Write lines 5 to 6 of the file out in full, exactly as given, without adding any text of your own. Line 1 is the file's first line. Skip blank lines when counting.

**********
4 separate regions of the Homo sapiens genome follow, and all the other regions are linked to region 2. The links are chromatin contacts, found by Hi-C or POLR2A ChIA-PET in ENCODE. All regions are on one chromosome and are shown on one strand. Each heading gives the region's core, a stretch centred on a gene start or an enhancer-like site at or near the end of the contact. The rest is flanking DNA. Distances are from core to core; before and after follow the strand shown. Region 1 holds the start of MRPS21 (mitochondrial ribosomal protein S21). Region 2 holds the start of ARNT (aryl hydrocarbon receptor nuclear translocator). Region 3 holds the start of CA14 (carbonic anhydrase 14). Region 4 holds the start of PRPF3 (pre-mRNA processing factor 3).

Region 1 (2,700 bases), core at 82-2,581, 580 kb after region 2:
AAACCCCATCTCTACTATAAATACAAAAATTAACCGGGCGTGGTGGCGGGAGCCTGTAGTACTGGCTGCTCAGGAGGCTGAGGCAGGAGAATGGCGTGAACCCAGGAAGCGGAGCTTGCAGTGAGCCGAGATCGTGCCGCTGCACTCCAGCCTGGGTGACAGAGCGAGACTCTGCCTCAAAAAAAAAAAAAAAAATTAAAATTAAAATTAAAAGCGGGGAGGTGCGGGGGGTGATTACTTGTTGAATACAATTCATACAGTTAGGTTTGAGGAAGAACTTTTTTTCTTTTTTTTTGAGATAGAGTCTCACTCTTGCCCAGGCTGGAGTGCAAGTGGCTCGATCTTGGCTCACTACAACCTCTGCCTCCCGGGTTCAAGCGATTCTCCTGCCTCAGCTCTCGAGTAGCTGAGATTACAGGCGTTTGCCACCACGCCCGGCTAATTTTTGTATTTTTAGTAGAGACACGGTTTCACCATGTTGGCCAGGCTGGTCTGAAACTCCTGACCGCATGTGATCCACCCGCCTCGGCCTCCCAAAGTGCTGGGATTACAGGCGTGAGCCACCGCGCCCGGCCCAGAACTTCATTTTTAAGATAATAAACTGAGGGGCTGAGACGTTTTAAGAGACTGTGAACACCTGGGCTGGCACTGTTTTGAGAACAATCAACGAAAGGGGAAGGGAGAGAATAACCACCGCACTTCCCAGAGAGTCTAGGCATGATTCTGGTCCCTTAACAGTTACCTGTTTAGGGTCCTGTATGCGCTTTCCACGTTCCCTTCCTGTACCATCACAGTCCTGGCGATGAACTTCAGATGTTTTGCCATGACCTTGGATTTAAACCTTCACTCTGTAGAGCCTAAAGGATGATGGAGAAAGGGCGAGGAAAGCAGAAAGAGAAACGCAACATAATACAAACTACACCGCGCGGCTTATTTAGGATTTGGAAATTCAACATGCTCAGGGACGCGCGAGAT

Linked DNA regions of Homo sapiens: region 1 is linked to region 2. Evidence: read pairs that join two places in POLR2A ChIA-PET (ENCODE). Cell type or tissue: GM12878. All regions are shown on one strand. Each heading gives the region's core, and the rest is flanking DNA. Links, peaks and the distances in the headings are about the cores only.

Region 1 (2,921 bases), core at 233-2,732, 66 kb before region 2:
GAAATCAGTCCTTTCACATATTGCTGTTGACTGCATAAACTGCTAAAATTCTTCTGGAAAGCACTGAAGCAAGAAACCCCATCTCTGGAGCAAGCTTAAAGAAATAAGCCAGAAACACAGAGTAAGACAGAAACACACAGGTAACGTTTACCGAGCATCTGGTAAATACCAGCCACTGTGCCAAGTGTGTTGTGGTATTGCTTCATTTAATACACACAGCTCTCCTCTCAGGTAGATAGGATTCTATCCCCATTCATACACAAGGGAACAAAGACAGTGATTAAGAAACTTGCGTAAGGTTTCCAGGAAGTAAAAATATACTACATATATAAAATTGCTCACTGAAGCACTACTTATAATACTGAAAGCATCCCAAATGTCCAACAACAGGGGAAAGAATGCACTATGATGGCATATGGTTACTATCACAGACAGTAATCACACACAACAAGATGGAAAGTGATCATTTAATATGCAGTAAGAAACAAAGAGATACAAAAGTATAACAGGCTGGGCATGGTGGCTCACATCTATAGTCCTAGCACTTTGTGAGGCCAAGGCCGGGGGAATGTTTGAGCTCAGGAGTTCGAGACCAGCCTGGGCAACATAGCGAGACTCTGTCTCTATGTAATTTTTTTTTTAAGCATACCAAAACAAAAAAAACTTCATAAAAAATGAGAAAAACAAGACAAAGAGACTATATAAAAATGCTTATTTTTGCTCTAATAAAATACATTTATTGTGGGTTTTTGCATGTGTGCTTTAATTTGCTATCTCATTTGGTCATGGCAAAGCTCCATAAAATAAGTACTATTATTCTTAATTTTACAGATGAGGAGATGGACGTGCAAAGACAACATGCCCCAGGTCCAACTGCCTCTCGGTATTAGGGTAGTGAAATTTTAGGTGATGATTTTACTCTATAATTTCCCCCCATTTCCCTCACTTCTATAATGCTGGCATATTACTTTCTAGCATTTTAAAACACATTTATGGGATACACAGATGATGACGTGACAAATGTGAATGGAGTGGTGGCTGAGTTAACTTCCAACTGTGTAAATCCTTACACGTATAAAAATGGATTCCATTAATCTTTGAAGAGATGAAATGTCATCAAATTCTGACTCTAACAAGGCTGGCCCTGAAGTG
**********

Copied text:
Region 1 (2,921 bases), core at 233-2,732, 66 kb before region 2:
GAAATCAGTCCTTTCACATATTGCTGTTGACTGCATAAACTGCTAAAATTCTTCTGGAAAGCACTGAAGCAAGAAACCCCATCTCTGGAGCAAGCTTAAAGAAATAAGCCAGAAACACAGAGTAAGACAGAAACACACAGGTAACGTTTACCGAGCATCTGGTAAATACCAGCCACTGTGCCAAGTGTGTTGTGGTATTGCTTCATTTAATACACACAGCTCTCCTCTCAGGTAGATAGGATTCTATCCCCATTCATACACAAGGGAACAAAGACAGTGATTAAGAAACTTGCGTAAGGTTTCCAGGAAGTAAAAATATACTACATATATAAAATTGCTCACTGAAGCACTACTTATAATACTGAAAGCATCCCAAATGTCCAACAACAGGGGAAAGAATGCACTATGATGGCATATGGTTACTATCACAGACAGTAATCACACACAACAAGATGGAAAGTGATCATTTAATATGCAGTAAGAAACAAAGAGATACAAAAGTATAACAGGCTGGGCATGGTGGCTCACATCTATAGTCCTAGCACTTTGTGAGGCCAAGGCCGGGGGAATGTTTGAGCTCAGGAGTTCGAGACCAGCCTGGGCAACATAGCGAGACTCTGTCTCTATGTAATTTTTTTTTTAAGCATACCAAAACAAAAAAAACTTCATAAAAAATGAGAAAAACAAGACAAAGAGACTATATAAAAATGCTTATTTTTGCTCTAATAAAATACATTTATTGTGGGTTTTTGCATGTGTGCTTTAATTTGCTATCTCATTTGGTCATGGCAAAGCTCCATAAAATAAGTACTATTATTCTTAATTTTACAGATGAGGAGATGGACGTGCAAAGACAACATGCCCCAGGTCCAACTGCCTCTCGGTATTAGGGTAGTGAAATTTTAGGTGATGATTTTACTCTATAATTTCCCCCCATTTCCCTCACTTCTATAATGCTGGCATATTACTTTCTAGCATTTTAAAACACATTTATGGGATACACAGATGATGACGTGACAAATGTGAATGGAGTGGTGGCTGAGTTAACTTCCAACTGTGTAAATCCTTACACGTATAAAAATGGATTCCATTAATCTTTGAAGAGATGAAATGTCATCAAATTCTGACTCTAACAAGGCTGGCCCTGAAGTG